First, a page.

In the iconic 1977 Song psycho killer by the talking heads? There's a great lyric that goes, you're talking a lot, but you're not saying anything. And that is exactly what most of the whiplash moments, scripts, memos and letters I see are a lot of words, the boilerplate kind or borrowed from, you know, that thing Bezos wrote once or completely void of your leadership voice and saying basically nothing at all. I can't tell you how many memos or scripts I've I've seen and read and collaborated on. That are, you know, 1000 words have nothing to say, why do these documents these these scripts and these memos and up like this, so many words saying so little? It's because these moments are really scary. They feel public or they are public. And because we have often too many people piling into one singular document from lots of different perspectives. collaboratively drafting something with no central guiding principle and too often lacking enough specifics to quell our nerves, we have, we end up with a big pile of nothing. They're just collections of words and turns of phrases that quote unquote, sound good. But they don't actually advance the business and do the job we need. They satisfy the say something, but they say basically nothing. And the consequence, the consequence of that teams feel and are left confused. We don't know what's next and what you're asking of us, we have no idea where you stand, so we can't really get behind and rally rally behind you. We lack a path forward, whether it's even short term like you'll hear back from us on Friday, anxiety goes up, and momentum and morale can quickly go down. So as a leader, or founder or even as an influential voice in your domain, before you press send on that letter your team wrote, or before you go live on camera or at your office gathering, stop, hands off the keyboards, put down the mic, and consider the following as a guide to crafting a communication that speaks from who you are, because that is when you are at your most powerful and impactful. It's really what your team, your board members, your investors and supporters want from you. It's a moment to lead with who you are. So here's the first step, the place to start is with the impact outcome framework, which you may have heard me talk about before. Before we get we before we even sit down and write a word before we search for what others have done as examples. In the moments like these, we must ask, what impact Am I trying to have when I communicate out to this intended audience? And what outcome Am I trying to create? This works really well to establish your intention for the communications moment we're preparing for and can do a lot of heavy lifting for you. When you reach the editing stage. It lets you hold yourself and your communication accountable to the impact and outcome and works as a check as we roll from draft to final preparation. We can always go back and ask ourselves before we ship the communication, is it having do we think it's having the impact we're trying to have? And is it moving us toward the outcome we're trying to create. So for example, one impact statement might be the kind of impact I want to have is to shift company perspective, from despair to hope and optimism. And here's an example of an outcome tied to that, so that our talent will stay engaged and spend the next three weeks defining goals around our new strategy, super clear impact outcome. Now, this may not be actually what you say in the communication, but you and the people you will be collaborating on in crafting this critical communications at this upcoming whiplash moment, or the whiplash moment that just happened that you now need to respond to, will be something that helps you all align. So as you craft together, you're crafting toward the same thing. It'll never be perfect. But that does not get us off the hook of closing the gap between the impact and outcome we're trying to have and the impact and outcome this critical communication moment actually has. So we have to design toward something. Let it be an impact an outcome, otherwise, you'll be talking a lot and not saying anything. Okay, step two. anticipate questions. Next, it is time to inventory the questions you think your audience has about the topic you'll be addressing in your whiplash moment communication. Before you consider what you want to say. Consider where your audience is right now. And inventory it literally make a list of the five or six questions you think or know the audience has about the thing you're about to talk about. In this whiplash moment. People are full of questions and anxieties. And while you may not have the answers to all the questions, it's an absolute must that you recognize them before us craft your communication. You'll use this to inform the content you share the degree of detail in your answers and the communications plan after your initial letter or live communications gathering happens. So here's an example of five questions that you might anticipate your audience would have so we can keep these really simple. Here's a list one, how does shutting down for example, how does shutting down for two weeks affect the company's financial well being question two. Will I be noticed? Why did my position being made redundant? Three? What are the things the CEO is focusing on to address this issue? For? Who can I contact with questions? Five? What's the timeline? And what should I expect in order to understand next steps? So these are those simple kinds of questions people might have going into Bing, your audience for your whiplash moment communication. All right, step number three, we've got to decide what to address. Now that you know what you're going for your impact and outcome, and you've taken a beat to consider the questions you think your intended audience will have. You get to decide which questions you'll answer now, and in what detail and in what order, and which questions you'll not answer now, and what to do about them. This is where you get to start developing your position or point of view using the questions that you know your audience will have, or you're expecting them to have as a guide, and then adding what else you know might be relevant to them and important for them to know. In this part of the exercise, you'll be making decisions about where your boundaries are on what's shareable now or later, and developing sort of a container for the communication in a way that is aligned to your own leadership, and communications philosophy. If you have one, and organizing your thinking around your audience's needs and the needs of the business. This is critical. If you are a leadership communicator who is often tempted to overshare or to follow your audience and maybe is struggles a little bit to hold your ground when stakes are really high. In this step, getting to take control of where the content boundaries are will give you some relief and reduce the risks associated with being that leadership communicator who too often can can get carried away and, and failed to find that boundary in your content. So for example, it may be something like, we're finalizing details about our succession plan in the coming months. And we'll share our progress along the way, but not yet. There's your boundary, expect an update, the first week of May, for example, there's your giving people enough detail to quell their anxiety and know what's next. This gives you a boundary. I've said boundary a few times here, and also lets your audience in on when they can expect more information. Next step, organize, you have enough content now, informed by the questions you think your audience will have to begin to organize the segments or modules of your communication. So group the questions you have, and you're going to address and content you've collected around those questions. And what else whatever else you'd like to add into segments or modules that are collections of related questions, and content. Think of these like chapters in your book of communication. This will help you stay organized and clear. Because you'll get to put together a story that carries us through our questions, you might pull your segments or modules into something like this. First, I'll talk about what's happening, then I'll talk about why. And then we'll talk about what it means to the people in the room super simple. And each of those modules or segments could have or address a handful of questions and content that needs to be communicated. But we're not having a 25 page document or 25 page script, we're having a 25 page script that is four chapters or three chapters so we can track along the arc of the story you're sharing with us. Oh, thank goodness, now we have a story that's actually going to get us somewhere and we can see that. So now that you've got that you can start writing for you writing might mean long form narrative that they that you then pare down to bullet points as part of your preparation ritual to get ready to ready for your your live communication. For some of you, it might just simply be all caps bullet points that you then write three or four sentences to describe what the content is inside of each of those. For some of you, it might be writing a full sentence and then highlighting one trigger word in each one as you prepare for a live communication. Nonetheless, it's very critical to let yourself just write here around the modules or segments you've designed to get your, your full robust set of ideas and content out so you can then look at it and edit it as another step. Now, once you've done your writing and content creation, maybe if you're going to build slides to go with it, you've done that or you've got somebody to start to do that for you or with you, and you've edited it back to get it to get it Really pretty close to what you think the content, the final content will be for each of those modules or segments. Your next step is identify the big ideas of each of those modules. When I say ideas, I mean one for each module, not five or six per module. So you're gonna drive to clarity for you and your audience by identifying what the one idea is inside of segments, or the modules that you've created. This will allow you to again, check against your communication as you do your final revisions. If you're drafting a letter, for example, or ground you in each segment, so you don't drift because you're, you know, the one idea that you're driving toward inside that module, even if you're speaking that module for 5, 6, 8, 10 minutes. Knowing, writing and preparing, using that one central big idea of each of your segments or modules is a clarity making exercise, that is your insurance policy, guarding against the temptation to slide into talking a lot without saying anything. So if you can articulate what that one idea is, you could hold yourself accountable to actually having something to say around that one idea. So, these are the five steps that can be your guide to crafting a piece of communication in these whiplash moments that helped you use your voice as a strike point for leadership so that you can align and activate people, teams, and the cultures that you lead and cultivate toward shared goals at a time when it matters most. These five steps are impact outcome, anticipate the questions, decide what to address, organize into modules, and identify the central big idea of each of those modules, following these five steps will give you a really great start. And as you develop your critical communications for that whiplash moment, there are also a handful of pitfalls to avoid, and assumptions to operate on to help you speak with more confidence and clarity. So you can navigate the choppy waters with a steady, steady voice. So let's talk about those pitfalls and assumptions. I'm going to share my favorite three from the list of the full list of pitfalls and assumptions that you can find in our guide at diabondi.com in the library, or in our show notes for this episode right here. So let's talk about some pitfalls. One pitfall is confessing too much, it's tempting to have these moments be moments that beg you to just have a tell all when you're under pressure, that's very easy to do. And you don't have to resist easing your own anxiety with confessing content that is not actually helpful to the audience. So notice where those boundaries are. The second pitfall here from from the the list in our guide, is, it's really easy to fall into the trap of copying other leaders content versus using your own voice, which is to say, go out on the internet, find somebody else's exemplar letter that they've written, and then try to replicate it. Like an like a mad libs for your own critical, Whiplash moment. Too often, teams run to the internet to see what other folks have done. And it's a worthy endeavor. Sure, if you're looking for a model or inspiration, or an assembly of examples, but don't replicate, it'll dwindle the impact of what you are trying to do. And it will be a real distraction. From what you need to say, for this specific moment. In your specific leadership voice. I don't want you going out and chasing how to sound like someone else. Instead, you need to you need to invest in how do we sound like us. And then the last, the last of the pitfalls all mentioned here again, you can find the full list in our guide in the library at diabondi.com as enrolling too many voices in the editing of the content. We want collaboration, but it whiplash moments, folks tempers are high anxieties are turned up people's defenses are up and fear runs really hot. So be thoughtful about who you bring in as your collaborator. And when you do align on impact and outcome before you get to crafting messages and narrative and making decisions around content. So be very careful to curate the right group. I can't tell you how many times I've been called on as a leadership communications coach at really critical moments and there's 25 people marking up a document and it's just making things muddier, not clear. Here's a list, a sampling of the list you'll find in our full guide at diabondi.com. Around assumptions you should run on as you craft a piece of communication, particularly at those big whiplash moments. Assumption number one, everyone's gonna read it, it'll be on Twitter, run on the assumption that what you share with your wider audience will become public. And when I say wider audience, I mean, outside of your direct executive team, for example, or your direct leadership team. This allows you when you run on the assumption, to commit fully to what you say and not try to hedge your bets. The second assumption to run on is that specifics ease anxiety, even if you don't have answers, say what you do have answers to inside of the content domain you've decided to share. And note when your audience can expect more details. When we know what's coming, and we know we can expect it, we can wait if we don't know what's next. And and when we'll learn more anxiety peaks, I was just last week in Costco if you can believe this. I don't ever go to Costco but I go to I went to Costco to get my prescriptions refilled. And there was this, it made me think of this episode I was preparing for, because it at the optical counter, they had one of those little ticket dispensers where you take a number, I probably waited my turn for a good 35, 40 minutes. But knowing exactly where I stood. And what was next meant that I could relax and wait in a way that if I wasn't sure exactly where my where I stood would have been much harder. So this silly little example of how much when we know something, it can ease anxiety. Our third assumption that we want to run on is that everyone doesn't need to know everything. But they do need to know something. So find specifics, even if they're small to share, recognizing that it doesn't need to be the whole piece of cake. So I mentioned before that we've built a guide to help leaders and founders and you influential voices in your domain, be thoughtful and strategic when crafting your communications at whiplash moments. This guide contains the five step process that I shared with you today, a set of pitfalls and a list of assumptions to operate on as you decide and design your remarks that address the whiplash your organization and your teams are experiencing. And you can get it at diabondi.com in the resources > library and the link to the show notes for this episode. So I'll finish with this question which we often pose to our guests but I'm going to pose to you now which is for you. As you communicate at those whiplash moments. What does it mean for you to lead with who you are? Thanks for listening everyone.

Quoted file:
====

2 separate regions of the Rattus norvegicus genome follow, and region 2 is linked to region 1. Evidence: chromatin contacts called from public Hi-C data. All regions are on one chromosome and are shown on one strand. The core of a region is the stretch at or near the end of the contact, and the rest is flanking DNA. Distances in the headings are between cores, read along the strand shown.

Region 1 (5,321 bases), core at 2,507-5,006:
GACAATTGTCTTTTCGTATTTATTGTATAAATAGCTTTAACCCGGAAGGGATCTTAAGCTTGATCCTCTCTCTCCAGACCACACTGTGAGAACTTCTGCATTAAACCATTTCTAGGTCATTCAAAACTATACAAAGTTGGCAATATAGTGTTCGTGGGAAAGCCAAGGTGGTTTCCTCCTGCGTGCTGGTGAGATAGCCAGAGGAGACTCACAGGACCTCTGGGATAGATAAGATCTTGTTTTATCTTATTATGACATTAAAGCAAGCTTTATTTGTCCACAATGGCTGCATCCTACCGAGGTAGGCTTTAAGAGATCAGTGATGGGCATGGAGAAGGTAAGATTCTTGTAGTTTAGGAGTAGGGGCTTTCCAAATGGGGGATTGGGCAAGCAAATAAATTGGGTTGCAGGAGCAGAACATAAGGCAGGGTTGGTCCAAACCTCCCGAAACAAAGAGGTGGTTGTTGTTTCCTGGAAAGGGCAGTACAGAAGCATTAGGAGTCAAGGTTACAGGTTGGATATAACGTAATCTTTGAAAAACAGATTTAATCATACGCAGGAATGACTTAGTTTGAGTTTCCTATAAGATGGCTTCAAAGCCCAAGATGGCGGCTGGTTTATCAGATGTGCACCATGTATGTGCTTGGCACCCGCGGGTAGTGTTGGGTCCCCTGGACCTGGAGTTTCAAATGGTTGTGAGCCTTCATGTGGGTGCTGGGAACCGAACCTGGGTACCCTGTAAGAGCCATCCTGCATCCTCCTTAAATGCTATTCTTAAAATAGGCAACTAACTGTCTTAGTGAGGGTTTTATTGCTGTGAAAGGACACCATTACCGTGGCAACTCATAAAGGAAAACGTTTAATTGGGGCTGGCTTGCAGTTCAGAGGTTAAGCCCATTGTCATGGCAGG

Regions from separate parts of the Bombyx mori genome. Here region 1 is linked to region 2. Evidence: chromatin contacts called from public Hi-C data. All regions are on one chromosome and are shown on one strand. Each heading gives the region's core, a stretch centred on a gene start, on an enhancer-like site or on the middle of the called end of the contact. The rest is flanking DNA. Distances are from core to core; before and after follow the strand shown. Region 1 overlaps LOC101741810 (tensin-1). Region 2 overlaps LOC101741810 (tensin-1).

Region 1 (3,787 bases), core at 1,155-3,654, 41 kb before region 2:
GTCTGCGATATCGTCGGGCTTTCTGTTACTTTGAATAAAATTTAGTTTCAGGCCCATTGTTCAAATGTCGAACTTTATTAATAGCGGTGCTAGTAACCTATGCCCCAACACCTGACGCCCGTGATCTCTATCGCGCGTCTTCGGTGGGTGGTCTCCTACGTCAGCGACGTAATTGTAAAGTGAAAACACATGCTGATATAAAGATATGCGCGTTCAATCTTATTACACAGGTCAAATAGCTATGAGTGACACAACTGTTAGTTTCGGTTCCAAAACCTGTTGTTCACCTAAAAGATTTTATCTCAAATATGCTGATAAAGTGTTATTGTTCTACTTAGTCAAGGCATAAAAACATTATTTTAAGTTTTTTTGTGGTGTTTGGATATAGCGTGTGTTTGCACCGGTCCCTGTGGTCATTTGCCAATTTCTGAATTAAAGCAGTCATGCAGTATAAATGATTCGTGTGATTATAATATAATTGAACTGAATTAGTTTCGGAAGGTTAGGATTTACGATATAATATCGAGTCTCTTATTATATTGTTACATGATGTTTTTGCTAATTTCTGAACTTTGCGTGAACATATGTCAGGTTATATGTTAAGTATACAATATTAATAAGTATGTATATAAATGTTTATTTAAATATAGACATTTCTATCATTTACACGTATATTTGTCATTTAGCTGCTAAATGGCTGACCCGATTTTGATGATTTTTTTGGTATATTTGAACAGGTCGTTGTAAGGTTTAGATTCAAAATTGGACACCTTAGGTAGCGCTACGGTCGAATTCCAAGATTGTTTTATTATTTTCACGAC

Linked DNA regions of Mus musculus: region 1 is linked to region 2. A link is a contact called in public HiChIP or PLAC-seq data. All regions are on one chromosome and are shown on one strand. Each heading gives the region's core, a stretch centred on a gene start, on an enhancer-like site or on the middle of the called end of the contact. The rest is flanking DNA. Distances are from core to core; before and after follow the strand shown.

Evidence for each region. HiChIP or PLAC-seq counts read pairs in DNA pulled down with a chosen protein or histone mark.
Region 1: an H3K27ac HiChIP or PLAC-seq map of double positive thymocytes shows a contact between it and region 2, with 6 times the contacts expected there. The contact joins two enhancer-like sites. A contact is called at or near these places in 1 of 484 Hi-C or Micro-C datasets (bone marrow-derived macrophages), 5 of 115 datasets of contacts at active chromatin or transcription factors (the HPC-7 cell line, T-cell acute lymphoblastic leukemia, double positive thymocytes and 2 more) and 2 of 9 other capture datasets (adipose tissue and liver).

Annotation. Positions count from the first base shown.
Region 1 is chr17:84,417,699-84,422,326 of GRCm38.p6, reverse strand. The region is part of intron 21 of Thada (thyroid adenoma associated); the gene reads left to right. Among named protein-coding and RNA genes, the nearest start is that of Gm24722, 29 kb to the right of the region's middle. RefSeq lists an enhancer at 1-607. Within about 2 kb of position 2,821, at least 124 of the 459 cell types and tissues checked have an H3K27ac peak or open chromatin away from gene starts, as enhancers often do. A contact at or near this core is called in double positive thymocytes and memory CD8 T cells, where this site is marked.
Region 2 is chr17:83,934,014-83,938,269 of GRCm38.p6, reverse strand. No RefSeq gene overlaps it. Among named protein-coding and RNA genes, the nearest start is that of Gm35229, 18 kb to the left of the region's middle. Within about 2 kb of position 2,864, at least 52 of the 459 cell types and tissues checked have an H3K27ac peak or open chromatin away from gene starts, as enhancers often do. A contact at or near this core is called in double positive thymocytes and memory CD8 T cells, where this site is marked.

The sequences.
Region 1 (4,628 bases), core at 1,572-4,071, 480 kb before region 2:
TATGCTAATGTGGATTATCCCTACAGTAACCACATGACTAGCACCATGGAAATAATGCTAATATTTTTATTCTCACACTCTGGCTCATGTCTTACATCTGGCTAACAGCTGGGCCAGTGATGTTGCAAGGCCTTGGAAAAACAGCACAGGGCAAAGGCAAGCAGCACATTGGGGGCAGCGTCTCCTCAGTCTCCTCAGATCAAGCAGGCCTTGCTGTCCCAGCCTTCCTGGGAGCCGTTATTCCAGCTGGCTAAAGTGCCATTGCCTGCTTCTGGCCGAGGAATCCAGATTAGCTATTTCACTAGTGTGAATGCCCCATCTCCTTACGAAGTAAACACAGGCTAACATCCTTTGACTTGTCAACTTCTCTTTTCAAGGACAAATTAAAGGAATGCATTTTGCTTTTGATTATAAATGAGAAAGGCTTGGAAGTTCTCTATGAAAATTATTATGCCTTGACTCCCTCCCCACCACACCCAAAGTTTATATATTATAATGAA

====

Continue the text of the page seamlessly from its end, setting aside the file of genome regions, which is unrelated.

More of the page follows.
Lead With Who You Are is a production of Dia Bondi Communications and is scored mixed and produced by Arthur Leon Adams the third. Have a question or an inquiry? Reach out to us at email@example.com. You can like share rate and subscribe at Apple podcasts, Google podcasts, Spotify or wherever you get your favorite shows. Go to diabondi.com for the show notes to find our tools, frameworks, content and programs to help you and your team speak powerfully and lead with who you are.